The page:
"The CIRM Visiting Faculty Award will operate through supplemental awards to existing CIRM-funded research grants, all of which have been peer reviewed and approved by the ICOC. The funds will enable a sabbatical researcher (Visiting Scientist) to work on an existing CIRM-funded research project for 6-12 months. The supplemental CIRM funds will cover up to 50% of the Visiting Scientist's salary and fringe benefits costs, with the remainder being paid by the Visiting Scientist’s home institution."
Applications will be submitted by the recipient of an existing research grant – who would be known as the "host scientist." The proposal envisions up to 30 awards with decisions on awards being made by CIRM staff.

Directors also approved a $2 million grant to Fred Gage of the Salk Institute in the early translational round. The application, which deals with Parkinson's Disease, originally totalled nearly $4 million when directors considered it last October. Scientific reviewers initially did not approve the Gage application for funding, but it was set aside by the directors for additional consideration. CIRM staff and a representative of the review group negotiated the scaling back of the grant size.

Additionally approved was a $250,000 program to subsidize attendance for about 80 recipients of CIRM training grants and 40 patient advocates at an international stem cell conference in Toronto in June. The program was originally proposed at $200,000 but was boosted to $250,000 by directors. Sphere: Related Content

CIRM Directors Conclude Meeting

The meeting of the directors of the California stem cell agency concluded about an hour ago. We will have a story coming shortly on action on various grant and spending proposals. Sphere: Related Content

California Stem Cell Directors Chart New Path to Find New Chairman

Directors of the California stem cell agency today embarked on a fresh course for selection of a new chairman of the $3 billion effort, including a self-evaluation of the performance of the agency board itself.

On a unanimous voice vote, the governing board initiated a survey of its 29 directors to determine criteria that they believe is desirable in a new chairman, in addition to the legal requirements. The survey, to be conducted next week, will also ask directors to evaluate the board's role.

The questions will address such concerns was whether the person who will replace Robert Klein should have experience in academia, industry or patient advocacy, among other things, such as time commitment and compensation.

Board members will be queried on whether they have enough information on matters that come before the board, the amount of their preparation and whether they feel comfortable raising dissenting opinions in addition to other matters..

The new procedure was suggested by Director Claire Pomeroy, dean of the UC Davis School of Medicine. It came after Klein's attempt to engineer the selection of his successor floundered in the wake of news reports that reflected less than favorably on CIRM and Klein.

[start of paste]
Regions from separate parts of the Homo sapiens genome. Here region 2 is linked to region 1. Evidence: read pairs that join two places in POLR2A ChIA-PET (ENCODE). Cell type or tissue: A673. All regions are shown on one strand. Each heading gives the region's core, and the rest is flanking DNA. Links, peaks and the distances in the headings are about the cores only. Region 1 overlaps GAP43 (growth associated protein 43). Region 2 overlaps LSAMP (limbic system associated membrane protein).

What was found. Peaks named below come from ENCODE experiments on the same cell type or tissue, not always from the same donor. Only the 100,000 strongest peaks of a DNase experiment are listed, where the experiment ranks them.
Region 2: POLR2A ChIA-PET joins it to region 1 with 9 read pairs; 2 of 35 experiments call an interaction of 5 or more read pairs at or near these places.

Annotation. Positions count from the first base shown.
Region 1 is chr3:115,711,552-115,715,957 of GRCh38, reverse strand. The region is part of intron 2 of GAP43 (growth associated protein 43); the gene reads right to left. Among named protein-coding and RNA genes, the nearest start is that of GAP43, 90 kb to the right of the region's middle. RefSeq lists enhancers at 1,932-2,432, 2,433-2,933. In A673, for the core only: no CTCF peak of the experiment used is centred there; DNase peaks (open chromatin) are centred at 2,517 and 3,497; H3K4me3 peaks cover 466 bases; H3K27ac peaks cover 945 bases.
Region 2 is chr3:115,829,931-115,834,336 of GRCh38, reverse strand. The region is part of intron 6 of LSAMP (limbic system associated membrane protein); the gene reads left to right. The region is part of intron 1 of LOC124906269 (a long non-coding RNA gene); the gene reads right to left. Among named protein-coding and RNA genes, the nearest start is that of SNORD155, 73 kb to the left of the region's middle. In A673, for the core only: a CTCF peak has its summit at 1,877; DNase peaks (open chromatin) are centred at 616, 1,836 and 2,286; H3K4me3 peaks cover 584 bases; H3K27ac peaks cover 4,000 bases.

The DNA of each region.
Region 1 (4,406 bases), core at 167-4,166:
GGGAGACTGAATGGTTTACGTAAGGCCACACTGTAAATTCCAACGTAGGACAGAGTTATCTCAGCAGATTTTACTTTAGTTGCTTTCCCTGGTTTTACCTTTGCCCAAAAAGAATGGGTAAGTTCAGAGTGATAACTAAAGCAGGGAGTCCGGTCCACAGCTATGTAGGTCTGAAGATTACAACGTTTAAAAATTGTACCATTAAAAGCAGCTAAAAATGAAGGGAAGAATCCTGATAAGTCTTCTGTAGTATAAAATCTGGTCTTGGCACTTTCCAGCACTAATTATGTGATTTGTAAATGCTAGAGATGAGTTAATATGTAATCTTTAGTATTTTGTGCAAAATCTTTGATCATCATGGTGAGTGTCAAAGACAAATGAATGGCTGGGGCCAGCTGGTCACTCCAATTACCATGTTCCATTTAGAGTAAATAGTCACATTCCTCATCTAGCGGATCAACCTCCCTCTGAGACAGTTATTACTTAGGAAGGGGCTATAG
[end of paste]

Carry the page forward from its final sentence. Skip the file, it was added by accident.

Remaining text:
Sherry Lansing, chair of the Governance Subcommittee and a former Hollywood studio chief, said she expected to hold a meeting of the panel in two weeks to consider the results of the survey. She anticipated another meeting following that session. The criteria could come to the board for its meeting in March in Sacramento.

Klein says he plans to leave his post by June. He was re-elected in December at no pay for six months in December.

The plan to address the chair selection process triggered a short but sharp debate that veered into a discussion of some of the criteria, including whether the chair should also have CEO responsibilities, be a US citizen and the amount of time required.

Klein was paid $150,000 a year for a half-time effort until last month. He told directors that he is putting in considerably more time than that.

The discussion about the citizenship requirement came up because Klein last month said that the person his candidate for the job had to drop out because state law required him to be a US citizen. However, an official opinion of the state attorney general's office has pronounced that provision unconstitutional. Nonetheless, Art Torres, co-vice chair of the CIRM board, said a chairman must be a citizen until an appellate court rules otherwise. Some board members and the board's general counsel took pains to say that the provision did not apply to CIRM President Alan Trounson, who is Australian.

In electing a chairman, the CIRM board is handicapped by Prop. 71, which dictates that it cannot choose anyone it finds qualified. Instead, the ballot measure, written by Klein and others, says the board must choose between candidates nominated by four statewide officeholders: the governor, lieutentant governor, treasurer and controller. Prop. 71 also contains a list of detailed, restrictve legal requirements for the position. Sphere: Related Content

CIRM Board Back in Session

The CIRM board resumed discussions about 1 p.m. PST. Sphere: Related Content

CIRM Directors in Executive Session

CIRM directors have been in an executive session since about 11:18 p.m PST. They are discussing personnel issues and proprietary information concerning the $40 million tools and technology grant round. It is not clear when they will resume their public session. Sphere: Related Content

CIRM Directors to Post Their Statements of Economic Interest Online